U.S. Navy Battleships - USS Nebraska (BB 14)
Full-screen images are linked from the images in the text below.
Displacement: 16,094 tons
Speed: 19 knots
Armament: Four 12" guns; eight 8" guns; twelve 6" guns; eleven 3" guns, four 21" torpedo tubes
Text from The Dictionary of American Naval Fighting Ships published by the Naval Historical Center
Nebraska (BB-14), ex-Pennsylvania, was laid down by Moran
Brothers, Seattle, Washington, 4 July 1902; launched
7 October 1904; sponsored by Miss Mary N. Mickey, daughter
of Governor John H. Mickey of Nebraska; and commissioned
1 July 1907, Captain Reginald F. Nicholson in command.
After shakedown and alterations, the new battleship joined the
"Great White Fleet" at San Francisco after 6 May 1908, replacing
USS Alabama (BB-8).
Departing San Francisco 7 July 1908, the Fleet visited Honolulu,
Hawaii; Auckland, New Zealand; Sydney and Melbourne, Australia;
Manila, Philippine Islands; Yokohama, Japan; and Colombo,
Ceylon, arriving Suez, Egypt, 3 January 1909. Departing Messina,
Italy, on the 9th, the Fleet visited Naples, Italy, then
Gibraltar, arriving Hampton Roads 22 February where President
Theodore Roosevelt reviewed the fleet as it passed into the
Nebraska continued duty with the Atlantic Fleet. She attended
the Hudson-Fulton Celebration in 1910 and the Louisiana
Centennial during 1912. She earned the Mexican Service Medal for
operations at Vera Cruz, Mexico, from 1 May to 21 June 1914 and
1 June to 13 October 1916. After a period of reduced
commissioned service, she was again placed in full commission 3
When war was declared 6 April 1917, Nebraska was undergoing
repairs at the Boston Navy Yard, attached to the 3d Division,
Battleship Force, U.S. Atlantic Fleet. On 13 April 1917 she
departed Boston to engage in maneuvers and battle practice with
the fleet in the Chesapeake Bay area. She operated along the
east coast, primarily training armed guard crews for American
merchantmen, until entering the Norfolk Navy Yard 15 April 1918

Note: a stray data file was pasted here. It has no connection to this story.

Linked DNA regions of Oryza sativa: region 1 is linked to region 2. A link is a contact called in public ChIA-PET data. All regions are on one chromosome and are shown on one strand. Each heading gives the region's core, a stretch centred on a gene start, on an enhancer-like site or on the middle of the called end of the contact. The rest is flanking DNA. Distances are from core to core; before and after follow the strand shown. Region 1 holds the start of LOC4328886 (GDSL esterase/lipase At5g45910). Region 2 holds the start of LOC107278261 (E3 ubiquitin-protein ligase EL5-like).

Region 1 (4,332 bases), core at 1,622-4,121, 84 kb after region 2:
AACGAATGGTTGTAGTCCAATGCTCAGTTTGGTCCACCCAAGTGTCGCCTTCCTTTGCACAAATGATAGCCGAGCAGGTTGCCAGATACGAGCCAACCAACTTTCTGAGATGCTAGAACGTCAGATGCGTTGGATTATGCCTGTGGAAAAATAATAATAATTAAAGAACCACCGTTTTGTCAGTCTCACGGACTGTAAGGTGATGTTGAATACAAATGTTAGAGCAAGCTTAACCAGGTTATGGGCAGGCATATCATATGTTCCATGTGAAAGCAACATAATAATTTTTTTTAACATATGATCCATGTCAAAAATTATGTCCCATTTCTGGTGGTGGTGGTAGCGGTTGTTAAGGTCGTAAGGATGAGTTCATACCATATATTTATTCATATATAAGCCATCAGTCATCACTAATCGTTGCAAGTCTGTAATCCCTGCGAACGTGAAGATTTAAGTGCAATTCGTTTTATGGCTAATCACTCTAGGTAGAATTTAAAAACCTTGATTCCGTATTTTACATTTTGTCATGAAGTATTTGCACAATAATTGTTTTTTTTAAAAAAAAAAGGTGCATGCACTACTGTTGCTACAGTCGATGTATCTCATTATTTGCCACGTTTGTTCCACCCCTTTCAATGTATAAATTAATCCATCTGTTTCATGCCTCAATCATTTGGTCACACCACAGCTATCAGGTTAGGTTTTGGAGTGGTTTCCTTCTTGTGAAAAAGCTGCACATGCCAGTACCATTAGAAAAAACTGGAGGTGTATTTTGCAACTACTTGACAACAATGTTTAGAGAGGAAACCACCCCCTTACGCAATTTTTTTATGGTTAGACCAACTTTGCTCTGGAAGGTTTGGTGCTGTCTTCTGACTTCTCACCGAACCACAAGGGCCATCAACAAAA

At Hampton Roads 16 May 1917, she received on board the body of
the late Carlos M. DePena, Envoy Extraordinary and Minister
Plenipotentiary from Uruguay, with full honors, departing
Hampton Roads the same day and arriving Montevideo 10 June in
company with USS Pittsburgh (ACR-4), flagship of the Pacific Fleet.
The Commander in Chief, U.S. Pacific Fleet, came on board for
the ceremonies and the body of the late Uruguyan Minister to the
United States was transferred with full honors. Nebraska
departed Montevideo 15 June for home, arriving Hampton Roads 26
The battleship departed New York 17 September 1917 as principal
escort for a fast merchant convoy of 18 ships to an eastern
Atlantic rendezvous, returning to Hampton Roads 3 October.
Nebraska made two more convoy voyages in the Atlantic, returning
from the latter 2 December to prepare for service in returning
American troops from France.
Nebraska made four voyages from the United States to Brest,
France, transporting 4,540 troops to and from the United States.
On the first trip, she departed Hampton Roads 30 December 1918,
arrived Brest 11 January 1919, and returned Newport News 28
January. The final voyage to return veterans from France ended
when she arrived Newport News, Virginia, 21 June with 1,279
On 22 June 1919 Nebraska was detached from the transport service
and shortly thereafter sailed to join Division 2, Squadron 1,
U.S. Pacific Fleet, for operations along the west coast under
command of Captain P. N. Olmstead until she decommissioned 2
In accordance with the Washington Treaty limiting naval
armament, Nebraska was rendered incapable of further warlike
service 9 November 1923 and sold for scrap a few weeks later.
Updated: 29 July 2009